November 15

The Surprising Way We Train Our Children

November 15, 2017

Parenting

Susanne called me and described how angry her two teenage boys were. They fought her constantly, used abusive language toward her, and turned every meal into a brawl. She, her husband, and her sons were all quite miserable.

When she asked me what I thought the problem was, I said, "You're afraid of your children."

"Ridiculous," she said. "I'm not afraid of them."

"When they get angry at you, what do you do?"

"Usually I yell back at them."

"So you get angry at them."

"Yes."

"We only get angry when we're defending ourselves, and there's no need to defend yourself unless you're afraid. Get it?"

"I never thought of that."

"And sometimes when they get angry, you give in and let them have their way."

"Well . . . sometimes."

"A lot of times, right?"

"Yes, I guess I do."

"And you often give in and let them have their way even when you don't think it's the right thing to do."

"True."

"Then there's only one reason you'd give in like that—because you're afraid."

Susanne paused. "You've got me. am afraid of them."

"And darlin', I promise you that they know that. They know you're afraid, and they use that against you. In fact, you've thoroughly trained them to be angry, which is the very thing you don't like them to be."

"I don't see how I've trained them."

"Everybody naturally tends to want things to go their way. It's a natural selfishness that isn't necessarily wrong. We'd rather have more good things than less, we'd rather rest than work, we'd rather not be in pain than to hurt, and so on. We like having our way."

"Okay."

"Nothing wrong with that, but where we go wrong is insisting on getting our way, even when it's not productive for us and for others. Then it's a pathologic selfishness, not innocent."

"Give me an example."

"You told me that the kids fight over having to do the dishes after dinner."

"Yes."

"When they were much younger, and you told them to do the dishes, did they get angry?"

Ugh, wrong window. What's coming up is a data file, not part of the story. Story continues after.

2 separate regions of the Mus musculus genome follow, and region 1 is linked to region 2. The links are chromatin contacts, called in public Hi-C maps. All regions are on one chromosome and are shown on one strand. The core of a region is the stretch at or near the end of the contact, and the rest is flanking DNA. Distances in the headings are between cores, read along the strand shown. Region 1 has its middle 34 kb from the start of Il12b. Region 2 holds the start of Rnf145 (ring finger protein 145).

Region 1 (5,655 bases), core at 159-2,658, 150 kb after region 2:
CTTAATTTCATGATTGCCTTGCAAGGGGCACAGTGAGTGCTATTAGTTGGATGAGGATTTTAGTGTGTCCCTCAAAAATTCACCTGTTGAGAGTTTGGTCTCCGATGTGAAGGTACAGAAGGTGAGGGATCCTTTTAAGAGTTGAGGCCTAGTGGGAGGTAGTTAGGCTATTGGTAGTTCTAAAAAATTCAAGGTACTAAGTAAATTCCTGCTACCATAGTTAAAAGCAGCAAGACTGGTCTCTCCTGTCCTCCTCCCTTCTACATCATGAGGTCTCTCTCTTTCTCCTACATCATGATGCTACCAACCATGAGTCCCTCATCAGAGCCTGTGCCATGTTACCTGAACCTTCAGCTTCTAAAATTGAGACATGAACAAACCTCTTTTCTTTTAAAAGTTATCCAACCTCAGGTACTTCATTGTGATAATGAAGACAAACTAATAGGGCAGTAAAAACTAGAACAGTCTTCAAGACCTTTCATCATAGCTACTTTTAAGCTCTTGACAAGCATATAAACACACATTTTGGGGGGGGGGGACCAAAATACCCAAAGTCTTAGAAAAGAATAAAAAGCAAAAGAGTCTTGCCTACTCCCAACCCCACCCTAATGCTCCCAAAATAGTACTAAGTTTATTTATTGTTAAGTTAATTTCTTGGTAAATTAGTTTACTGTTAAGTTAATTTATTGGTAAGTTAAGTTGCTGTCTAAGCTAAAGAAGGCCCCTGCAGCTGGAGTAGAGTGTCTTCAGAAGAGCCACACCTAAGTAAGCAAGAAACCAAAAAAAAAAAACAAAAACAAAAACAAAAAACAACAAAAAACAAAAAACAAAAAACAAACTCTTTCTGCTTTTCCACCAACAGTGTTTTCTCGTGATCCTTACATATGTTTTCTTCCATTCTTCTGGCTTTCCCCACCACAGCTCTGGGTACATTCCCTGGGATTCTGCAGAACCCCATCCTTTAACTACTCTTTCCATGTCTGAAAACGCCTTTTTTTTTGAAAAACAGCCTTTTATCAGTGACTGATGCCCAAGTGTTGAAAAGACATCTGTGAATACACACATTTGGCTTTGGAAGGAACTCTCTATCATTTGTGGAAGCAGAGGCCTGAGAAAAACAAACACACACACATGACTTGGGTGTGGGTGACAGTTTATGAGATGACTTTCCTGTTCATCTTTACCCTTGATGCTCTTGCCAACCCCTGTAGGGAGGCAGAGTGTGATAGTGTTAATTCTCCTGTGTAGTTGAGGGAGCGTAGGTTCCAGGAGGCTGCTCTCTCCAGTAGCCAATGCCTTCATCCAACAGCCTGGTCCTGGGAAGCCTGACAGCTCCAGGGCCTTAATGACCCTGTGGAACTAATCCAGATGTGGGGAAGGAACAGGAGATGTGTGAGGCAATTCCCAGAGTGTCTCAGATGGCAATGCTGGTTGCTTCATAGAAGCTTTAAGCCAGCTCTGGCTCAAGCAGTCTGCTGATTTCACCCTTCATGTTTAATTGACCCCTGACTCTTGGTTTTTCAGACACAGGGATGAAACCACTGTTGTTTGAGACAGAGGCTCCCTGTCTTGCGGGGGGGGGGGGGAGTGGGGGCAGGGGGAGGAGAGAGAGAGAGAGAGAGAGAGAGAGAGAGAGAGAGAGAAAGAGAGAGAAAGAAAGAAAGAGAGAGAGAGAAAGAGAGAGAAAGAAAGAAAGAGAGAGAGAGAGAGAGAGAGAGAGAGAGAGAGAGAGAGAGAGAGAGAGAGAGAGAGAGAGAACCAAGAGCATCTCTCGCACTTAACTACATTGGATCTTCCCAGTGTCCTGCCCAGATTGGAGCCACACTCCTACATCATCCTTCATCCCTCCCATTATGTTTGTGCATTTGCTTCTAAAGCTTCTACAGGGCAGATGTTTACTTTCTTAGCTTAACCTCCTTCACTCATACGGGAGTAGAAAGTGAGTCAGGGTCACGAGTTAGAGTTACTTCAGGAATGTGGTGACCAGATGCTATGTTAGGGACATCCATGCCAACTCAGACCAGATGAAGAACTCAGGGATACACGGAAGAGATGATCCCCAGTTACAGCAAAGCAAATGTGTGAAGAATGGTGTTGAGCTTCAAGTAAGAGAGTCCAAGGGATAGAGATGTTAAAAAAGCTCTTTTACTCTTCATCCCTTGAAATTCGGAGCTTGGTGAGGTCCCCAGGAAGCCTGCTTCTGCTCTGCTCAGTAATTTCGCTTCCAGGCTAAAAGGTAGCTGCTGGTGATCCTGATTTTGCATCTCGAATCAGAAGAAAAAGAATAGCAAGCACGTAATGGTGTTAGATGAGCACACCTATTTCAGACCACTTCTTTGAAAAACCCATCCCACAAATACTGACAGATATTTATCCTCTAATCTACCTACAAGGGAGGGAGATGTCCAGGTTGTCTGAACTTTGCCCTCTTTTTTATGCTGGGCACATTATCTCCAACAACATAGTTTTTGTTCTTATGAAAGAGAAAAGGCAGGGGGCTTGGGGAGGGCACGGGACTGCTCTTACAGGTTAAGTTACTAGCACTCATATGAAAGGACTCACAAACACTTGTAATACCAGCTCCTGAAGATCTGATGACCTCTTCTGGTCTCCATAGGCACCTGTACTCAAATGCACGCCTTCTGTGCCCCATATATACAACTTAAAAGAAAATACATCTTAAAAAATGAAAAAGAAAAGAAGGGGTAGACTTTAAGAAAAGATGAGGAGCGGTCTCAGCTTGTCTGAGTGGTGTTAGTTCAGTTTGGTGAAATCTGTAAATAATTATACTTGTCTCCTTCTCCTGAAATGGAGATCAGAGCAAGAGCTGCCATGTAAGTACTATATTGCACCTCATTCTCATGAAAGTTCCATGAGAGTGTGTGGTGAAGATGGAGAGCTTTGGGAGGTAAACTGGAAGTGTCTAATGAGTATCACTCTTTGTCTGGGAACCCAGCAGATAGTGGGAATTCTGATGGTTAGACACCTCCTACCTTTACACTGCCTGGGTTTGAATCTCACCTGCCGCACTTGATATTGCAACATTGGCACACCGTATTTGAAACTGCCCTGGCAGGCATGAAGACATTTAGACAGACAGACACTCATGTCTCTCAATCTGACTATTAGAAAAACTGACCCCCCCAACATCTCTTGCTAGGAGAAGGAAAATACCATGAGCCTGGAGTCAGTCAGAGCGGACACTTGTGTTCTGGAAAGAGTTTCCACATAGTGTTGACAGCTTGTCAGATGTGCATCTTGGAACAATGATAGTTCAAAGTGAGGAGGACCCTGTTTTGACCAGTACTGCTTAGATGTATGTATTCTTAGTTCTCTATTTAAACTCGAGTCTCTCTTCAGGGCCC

"No."

"And they probably helped you without much coaxing."

"Yes."

"And then they began to get irritated."

"Yes."

"And the more irritated they became, the more you argued and got angry, yes?"

"And sometimes you just gave in and did the dishes yourself."

"Yes, I got tired of the fighting."

"And now they get very angry, and you respond with even more anger, often ending with your giving in."

"True."

"They've trained you, and you've trained them. You taught them that in order to get what they wanted, all they had to do was get more and more angry, and they taught you to argue and give in. They've learned from you that if they get angry at a level of two, for example—out of ten—you don't do much. But if they raise their anger to a seven, they're much more likely to get what they want. Even your emotional discomfort is a huge reward to them—they like making you angry, because they feel in control, even powerful. So you've trained them to ramp up their anger quickly to higher levels, and they've trained you to respond to them. It's a pretty horrible cycle."

"This is disgusting to see."

"Yes, it really is. You're unhappy. Your husband hates it. Your children don't feel loved, and imagine how this pattern is going to work for them with their bosses and their wives. Their misery is just beginning, and you're teaching them this pattern."

"So what can I do?"

"You have to eliminate your fear. You have to be an island of calm and peace, no matter what the storm."

"How can I do that?"

"You have to get loved, and there are many ways you can find that."

"When you feel more loved," I continued, "you won't need your children to love you, and you won't become afraid when they withdraw their love—which is what you feel when they get angry." I told her how she could calmly describe to her children their responsibilities and teach them to be loving, along with the occasional application of consequences, as described throughout the book, Real Love in Parenting.

Susanne called me two weeks later and said, "I can't believe the difference. When I remembered that I'm loved, and that it's not the responsibility of my children to love me, I became much less afraid as I talked to them. When the boys attacked me with my mistakes, I freely admitted them, and the arguments usually ended. I simply described the consequences of their not doing their jobs, and the grumbling decreased a lot. Now it's almost disappeared. I would not have believed this much change could happen this quickly."

Almost without exception, our children behave badly because we have trained them to do so. The change must begin with us.

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